How it works: Herbal experts, such as James Duke, Ph.D., recommend bay leaves for preventing migraines. The leaves contain some of the same chemicals as feverfew. Studies show that they block bodily chemicals that dilate arteries. (In migraines, exaggerated dilation of arteries painfully stretches nerves.) To date, no studies have investigated its use in preventing migraines.

  1. 1½ quarts (1.4 L) water
  2. 1 onion, diced
  3. 1 garlic clove, minced
  4. ¹∕8 teaspoon dried thyme
  5. ¹∕8 teaspoon dried rosemary
  6. 1 bay leaf
  7. 1 celery stalk, halved
  8. ¹∕8 teaspoon sea salt
  9. Freshly ground black pepper
  • DIRECTIONS: Stir together the water, onion, garlic, thyme, and rosemary in a pot. Add the bay leaf and celery. Bring to a boil. Lower the heat to low, cover, and simmer for 1 hour. (The longer you simmer the bay leaf, the more it infuses the broth with its healing properties.) Remove the bay leaf and celery. Season with salt and pepper to taste. Pour the steaming broth into mugs and enjoy.

4. Essential Oil Anti-Pain Massage

How it works: Two studies show that peppermint essential oil, applied topically, helps relieve tension headaches. It seems to inhibit pain nerve receptors. In addition, massage is effective in relieving tightness in the tender neck, shoulder, and head muscles by increasing blood flow.

  1. 1 tablespoon (15 ml) carrier oil (try almond, apricot, or olive)
  2. 3 to 5 drops peppermint essential oil
  • DIRECTIONS: Place the oils in a clean, small jar. Cover tightly with a lid. Shake until combined. Massage into sore areas: neck, shoulders, jaw, or temples. Take care not to touch your eyes. When finished, lie down in a quiet place with your eyes shut.

5. Essential Oil Pressure Point Relief

How it works: As in the previous remedy, peppermint essential oil relieves headaches by inhibiting nerve receptors. Inhalation of lavender essential oil has also been shown to reduce migraine headache pain as well as nausea and sensitivity to light. Studies also show that this acupressure point and others can relieve pain in people with chronic headaches.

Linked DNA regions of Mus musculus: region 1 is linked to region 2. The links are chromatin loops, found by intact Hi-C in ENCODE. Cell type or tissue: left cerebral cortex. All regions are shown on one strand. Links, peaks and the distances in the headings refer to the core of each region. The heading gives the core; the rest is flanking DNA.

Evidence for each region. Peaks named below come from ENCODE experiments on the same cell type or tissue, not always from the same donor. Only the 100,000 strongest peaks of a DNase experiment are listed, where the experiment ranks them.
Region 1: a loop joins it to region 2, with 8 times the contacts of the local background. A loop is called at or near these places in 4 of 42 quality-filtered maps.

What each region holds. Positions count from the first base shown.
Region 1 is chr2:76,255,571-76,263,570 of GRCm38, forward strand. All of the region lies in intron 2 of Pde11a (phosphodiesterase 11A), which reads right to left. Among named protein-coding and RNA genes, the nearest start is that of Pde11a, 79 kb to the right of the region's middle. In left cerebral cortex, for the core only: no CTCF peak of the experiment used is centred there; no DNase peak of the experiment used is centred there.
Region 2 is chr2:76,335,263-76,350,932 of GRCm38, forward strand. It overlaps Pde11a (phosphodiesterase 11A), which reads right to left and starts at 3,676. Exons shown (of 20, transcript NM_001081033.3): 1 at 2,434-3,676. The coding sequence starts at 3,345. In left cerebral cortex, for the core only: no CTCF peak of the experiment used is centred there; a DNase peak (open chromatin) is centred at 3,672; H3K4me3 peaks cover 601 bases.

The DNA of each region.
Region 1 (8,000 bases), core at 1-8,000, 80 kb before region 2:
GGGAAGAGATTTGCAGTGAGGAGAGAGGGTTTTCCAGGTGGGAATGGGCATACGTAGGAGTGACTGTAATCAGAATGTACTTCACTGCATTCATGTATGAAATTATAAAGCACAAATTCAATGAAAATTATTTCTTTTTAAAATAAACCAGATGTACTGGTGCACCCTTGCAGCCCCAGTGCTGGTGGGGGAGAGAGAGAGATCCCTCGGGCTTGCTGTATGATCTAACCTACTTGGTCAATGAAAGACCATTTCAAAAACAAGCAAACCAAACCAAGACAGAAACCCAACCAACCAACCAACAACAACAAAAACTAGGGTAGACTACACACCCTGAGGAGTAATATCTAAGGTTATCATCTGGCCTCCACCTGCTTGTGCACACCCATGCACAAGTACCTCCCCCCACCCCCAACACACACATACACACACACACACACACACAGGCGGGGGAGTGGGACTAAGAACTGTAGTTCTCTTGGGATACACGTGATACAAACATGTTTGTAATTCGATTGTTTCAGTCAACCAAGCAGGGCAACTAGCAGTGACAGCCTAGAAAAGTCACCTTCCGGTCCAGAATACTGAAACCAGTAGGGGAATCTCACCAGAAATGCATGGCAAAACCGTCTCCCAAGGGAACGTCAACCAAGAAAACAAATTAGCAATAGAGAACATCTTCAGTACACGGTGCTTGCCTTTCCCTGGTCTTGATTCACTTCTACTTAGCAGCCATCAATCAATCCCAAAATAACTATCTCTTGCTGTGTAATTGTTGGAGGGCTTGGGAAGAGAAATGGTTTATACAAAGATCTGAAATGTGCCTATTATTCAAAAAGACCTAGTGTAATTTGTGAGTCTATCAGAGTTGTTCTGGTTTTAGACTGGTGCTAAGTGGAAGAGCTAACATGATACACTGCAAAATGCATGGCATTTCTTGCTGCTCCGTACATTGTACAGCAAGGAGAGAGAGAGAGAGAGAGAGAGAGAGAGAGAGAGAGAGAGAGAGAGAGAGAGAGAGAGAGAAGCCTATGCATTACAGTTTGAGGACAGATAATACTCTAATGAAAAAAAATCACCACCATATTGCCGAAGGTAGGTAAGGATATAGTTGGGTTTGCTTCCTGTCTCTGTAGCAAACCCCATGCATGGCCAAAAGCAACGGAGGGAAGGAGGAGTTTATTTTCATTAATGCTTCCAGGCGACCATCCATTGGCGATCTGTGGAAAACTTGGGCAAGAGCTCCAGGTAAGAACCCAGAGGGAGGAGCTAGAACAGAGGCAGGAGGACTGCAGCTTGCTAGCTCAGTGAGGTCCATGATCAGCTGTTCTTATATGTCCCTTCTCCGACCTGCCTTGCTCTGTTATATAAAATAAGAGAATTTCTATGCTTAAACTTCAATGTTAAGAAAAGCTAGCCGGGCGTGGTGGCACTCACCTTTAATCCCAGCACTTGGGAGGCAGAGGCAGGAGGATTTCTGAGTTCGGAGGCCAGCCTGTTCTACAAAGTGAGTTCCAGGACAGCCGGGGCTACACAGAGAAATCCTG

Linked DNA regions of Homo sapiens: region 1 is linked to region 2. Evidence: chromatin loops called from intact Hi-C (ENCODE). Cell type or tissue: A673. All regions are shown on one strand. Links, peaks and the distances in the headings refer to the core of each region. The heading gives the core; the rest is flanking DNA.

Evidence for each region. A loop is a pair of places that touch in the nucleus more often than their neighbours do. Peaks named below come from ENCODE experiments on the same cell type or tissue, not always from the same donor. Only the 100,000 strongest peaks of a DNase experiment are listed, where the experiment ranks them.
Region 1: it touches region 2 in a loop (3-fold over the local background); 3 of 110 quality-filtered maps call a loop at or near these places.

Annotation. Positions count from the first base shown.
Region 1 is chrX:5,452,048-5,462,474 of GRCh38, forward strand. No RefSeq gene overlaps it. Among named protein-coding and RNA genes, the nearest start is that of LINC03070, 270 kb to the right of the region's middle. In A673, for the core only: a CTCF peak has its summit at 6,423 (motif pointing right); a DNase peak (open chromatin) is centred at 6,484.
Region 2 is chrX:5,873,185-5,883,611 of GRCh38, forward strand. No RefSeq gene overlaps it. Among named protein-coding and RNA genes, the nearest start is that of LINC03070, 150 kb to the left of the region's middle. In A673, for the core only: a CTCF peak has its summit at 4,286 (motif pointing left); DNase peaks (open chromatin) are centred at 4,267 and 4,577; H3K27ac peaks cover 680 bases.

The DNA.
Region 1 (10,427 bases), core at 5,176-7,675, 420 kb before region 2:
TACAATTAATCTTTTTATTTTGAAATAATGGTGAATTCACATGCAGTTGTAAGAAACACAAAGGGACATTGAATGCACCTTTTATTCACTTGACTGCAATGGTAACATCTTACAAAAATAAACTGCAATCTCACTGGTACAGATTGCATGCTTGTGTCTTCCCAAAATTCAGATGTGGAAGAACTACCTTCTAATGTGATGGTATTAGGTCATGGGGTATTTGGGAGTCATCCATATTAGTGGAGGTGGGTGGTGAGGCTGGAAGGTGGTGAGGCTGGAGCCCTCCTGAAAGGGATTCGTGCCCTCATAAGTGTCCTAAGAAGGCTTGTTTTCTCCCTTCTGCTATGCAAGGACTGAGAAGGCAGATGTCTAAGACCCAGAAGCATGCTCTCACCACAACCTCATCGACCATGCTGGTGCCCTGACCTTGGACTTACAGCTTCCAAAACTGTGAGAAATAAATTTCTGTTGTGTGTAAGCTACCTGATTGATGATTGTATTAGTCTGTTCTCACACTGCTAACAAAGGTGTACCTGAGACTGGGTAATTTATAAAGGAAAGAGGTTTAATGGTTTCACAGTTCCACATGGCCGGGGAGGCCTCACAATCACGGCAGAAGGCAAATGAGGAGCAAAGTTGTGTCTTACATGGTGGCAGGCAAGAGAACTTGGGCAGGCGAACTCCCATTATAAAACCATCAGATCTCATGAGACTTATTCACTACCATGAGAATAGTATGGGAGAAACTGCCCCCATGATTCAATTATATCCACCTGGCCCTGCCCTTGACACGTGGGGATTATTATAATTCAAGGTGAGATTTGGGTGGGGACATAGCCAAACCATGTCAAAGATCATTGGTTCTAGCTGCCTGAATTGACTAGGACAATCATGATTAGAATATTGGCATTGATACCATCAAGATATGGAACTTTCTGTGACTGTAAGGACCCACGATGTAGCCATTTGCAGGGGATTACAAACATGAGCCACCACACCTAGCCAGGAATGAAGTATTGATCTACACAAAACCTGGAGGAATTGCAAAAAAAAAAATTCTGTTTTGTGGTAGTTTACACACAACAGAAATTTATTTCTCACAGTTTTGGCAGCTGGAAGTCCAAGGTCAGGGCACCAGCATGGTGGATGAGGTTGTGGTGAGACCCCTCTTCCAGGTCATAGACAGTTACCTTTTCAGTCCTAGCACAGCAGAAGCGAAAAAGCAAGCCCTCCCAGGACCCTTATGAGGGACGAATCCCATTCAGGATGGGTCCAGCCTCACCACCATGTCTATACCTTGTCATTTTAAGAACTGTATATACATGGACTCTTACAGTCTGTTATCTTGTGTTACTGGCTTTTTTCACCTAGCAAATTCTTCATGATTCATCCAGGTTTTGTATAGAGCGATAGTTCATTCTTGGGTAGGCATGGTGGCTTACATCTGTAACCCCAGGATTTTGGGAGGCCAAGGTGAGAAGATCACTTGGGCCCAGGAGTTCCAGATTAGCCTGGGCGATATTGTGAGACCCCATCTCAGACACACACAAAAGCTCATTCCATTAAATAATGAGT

1. 1 drop peppermint essential oil
  2. 1 drop lavender essential oil
  • DIRECTIONS: Put a drop each of peppermint and lavender essential oil in one palm. Spread onto your fingers. Press your fingers into the muscles paralleling the spine between the base of your skull and your neck (about two finger widths on either side of your spine).

6. Hot Headache Relief

How it works: Cayenne contains capsaicin, which interferes with the ability of nerves that transmit information about pain from the periphery to the brain. (Pain, though very real, is all in your head. If the brain doesn’t get the news— well, what pain?) You can find over-the-counter ointments standardized for capsaicin in drugstores. Research suggests that special capsaicin preparations applied inside the nose (which we don’t recommend you do with cayenne pepper or commercial ointments) can help block cluster headaches—severe, one-sided headaches that come in waves.